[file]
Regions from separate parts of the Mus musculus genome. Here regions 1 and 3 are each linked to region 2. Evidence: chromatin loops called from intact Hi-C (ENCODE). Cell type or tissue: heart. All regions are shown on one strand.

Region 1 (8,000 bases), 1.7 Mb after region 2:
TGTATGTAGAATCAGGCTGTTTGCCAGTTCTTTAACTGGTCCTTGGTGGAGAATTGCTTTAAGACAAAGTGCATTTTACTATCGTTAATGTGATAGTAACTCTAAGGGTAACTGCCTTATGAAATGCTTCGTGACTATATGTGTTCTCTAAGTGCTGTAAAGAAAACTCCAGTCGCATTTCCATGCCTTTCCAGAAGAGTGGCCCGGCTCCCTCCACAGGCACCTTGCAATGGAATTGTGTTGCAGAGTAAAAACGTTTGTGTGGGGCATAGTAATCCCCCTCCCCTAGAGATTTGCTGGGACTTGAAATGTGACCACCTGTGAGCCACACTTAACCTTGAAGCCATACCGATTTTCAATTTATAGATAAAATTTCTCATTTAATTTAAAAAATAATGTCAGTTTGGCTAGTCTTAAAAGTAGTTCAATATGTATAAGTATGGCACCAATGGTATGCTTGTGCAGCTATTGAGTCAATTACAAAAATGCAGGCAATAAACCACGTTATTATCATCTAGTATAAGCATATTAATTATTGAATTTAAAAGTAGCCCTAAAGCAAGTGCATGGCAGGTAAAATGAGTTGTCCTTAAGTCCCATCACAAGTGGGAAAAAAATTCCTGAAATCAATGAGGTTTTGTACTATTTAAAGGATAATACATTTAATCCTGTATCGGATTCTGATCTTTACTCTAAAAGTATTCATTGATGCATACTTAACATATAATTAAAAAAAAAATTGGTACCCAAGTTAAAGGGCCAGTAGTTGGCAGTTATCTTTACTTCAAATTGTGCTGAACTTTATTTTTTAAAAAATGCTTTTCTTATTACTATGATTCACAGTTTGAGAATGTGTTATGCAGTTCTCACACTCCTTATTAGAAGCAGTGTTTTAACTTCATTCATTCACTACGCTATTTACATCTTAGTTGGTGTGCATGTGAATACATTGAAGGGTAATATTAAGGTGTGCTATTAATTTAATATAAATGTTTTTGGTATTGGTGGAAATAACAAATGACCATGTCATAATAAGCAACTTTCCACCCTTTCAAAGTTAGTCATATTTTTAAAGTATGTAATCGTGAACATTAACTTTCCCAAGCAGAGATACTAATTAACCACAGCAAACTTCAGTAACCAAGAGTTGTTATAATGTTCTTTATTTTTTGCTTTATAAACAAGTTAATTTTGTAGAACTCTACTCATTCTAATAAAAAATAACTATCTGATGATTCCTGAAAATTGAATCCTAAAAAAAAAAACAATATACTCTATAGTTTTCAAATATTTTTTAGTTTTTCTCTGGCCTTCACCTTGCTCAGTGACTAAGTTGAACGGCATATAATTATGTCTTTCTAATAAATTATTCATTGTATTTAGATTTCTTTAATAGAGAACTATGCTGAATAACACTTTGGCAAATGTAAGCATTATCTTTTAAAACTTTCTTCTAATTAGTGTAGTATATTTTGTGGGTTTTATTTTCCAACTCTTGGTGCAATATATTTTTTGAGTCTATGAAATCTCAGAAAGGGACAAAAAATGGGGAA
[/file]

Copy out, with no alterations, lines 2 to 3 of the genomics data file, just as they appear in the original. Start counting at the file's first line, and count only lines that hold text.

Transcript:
Region 1 (8,000 bases), 1.7 Mb after region 2:
TGTATGTAGAATCAGGCTGTTTGCCAGTTCTTTAACTGGTCCTTGGTGGAGAATTGCTTTAAGACAAAGTGCATTTTACTATCGTTAATGTGATAGTAACTCTAAGGGTAACTGCCTTATGAAATGCTTCGTGACTATATGTGTTCTCTAAGTGCTGTAAAGAAAACTCCAGTCGCATTTCCATGCCTTTCCAGAAGAGTGGCCCGGCTCCCTCCACAGGCACCTTGCAATGGAATTGTGTTGCAGAGTAAAAACGTTTGTGTGGGGCATAGTAATCCCCCTCCCCTAGAGATTTGCTGGGACTTGAAATGTGACCACCTGTGAGCCACACTTAACCTTGAAGCCATACCGATTTTCAATTTATAGATAAAATTTCTCATTTAATTTAAAAAATAATGTCAGTTTGGCTAGTCTTAAAAGTAGTTCAATATGTATAAGTATGGCACCAATGGTATGCTTGTGCAGCTATTGAGTCAATTACAAAAATGCAGGCAATAAACCACGTTATTATCATCTAGTATAAGCATATTAATTATTGAATTTAAAAGTAGCCCTAAAGCAAGTGCATGGCAGGTAAAATGAGTTGTCCTTAAGTCCCATCACAAGTGGGAAAAAAATTCCTGAAATCAATGAGGTTTTGTACTATTTAAAGGATAATACATTTAATCCTGTATCGGATTCTGATCTTTACTCTAAAAGTATTCATTGATGCATACTTAACATATAATTAAAAAAAAAATTGGTACCCAAGTTAAAGGGCCAGTAGTTGGCAGTTATCTTTACTTCAAATTGTGCTGAACTTTATTTTTTAAAAAATGCTTTTCTTATTACTATGATTCACAGTTTGAGAATGTGTTATGCAGTTCTCACACTCCTTATTAGAAGCAGTGTTTTAACTTCATTCATTCACTACGCTATTTACATCTTAGTTGGTGTGCATGTGAATACATTGAAGGGTAATATTAAGGTGTGCTATTAATTTAATATAAATGTTTTTGGTATTGGTGGAAATAACAAATGACCATGTCATAATAAGCAACTTTCCACCCTTTCAAAGTTAGTCATATTTTTAAAGTATGTAATCGTGAACATTAACTTTCCCAAGCAGAGATACTAATTAACCACAGCAAACTTCAGTAACCAAGAGTTGTTATAATGTTCTTTATTTTTTGCTTTATAAACAAGTTAATTTTGTAGAACTCTACTCATTCTAATAAAAAATAACTATCTGATGATTCCTGAAAATTGAATCCTAAAAAAAAAAACAATATACTCTATAGTTTTCAAATATTTTTTAGTTTTTCTCTGGCCTTCACCTTGCTCAGTGACTAAGTTGAACGGCATATAATTATGTCTTTCTAATAAATTATTCATTGTATTTAGATTTCTTTAATAGAGAACTATGCTGAATAACACTTTGGCAAATGTAAGCATTATCTTTTAAAACTTTCTTCTAATTAGTGTAGTATATTTTGTGGGTTTTATTTTCCAACTCTTGGTGCAATATATTTTTTGAGTCTATGAAATCTCAGAAAGGGACAAAAAATGGGGAA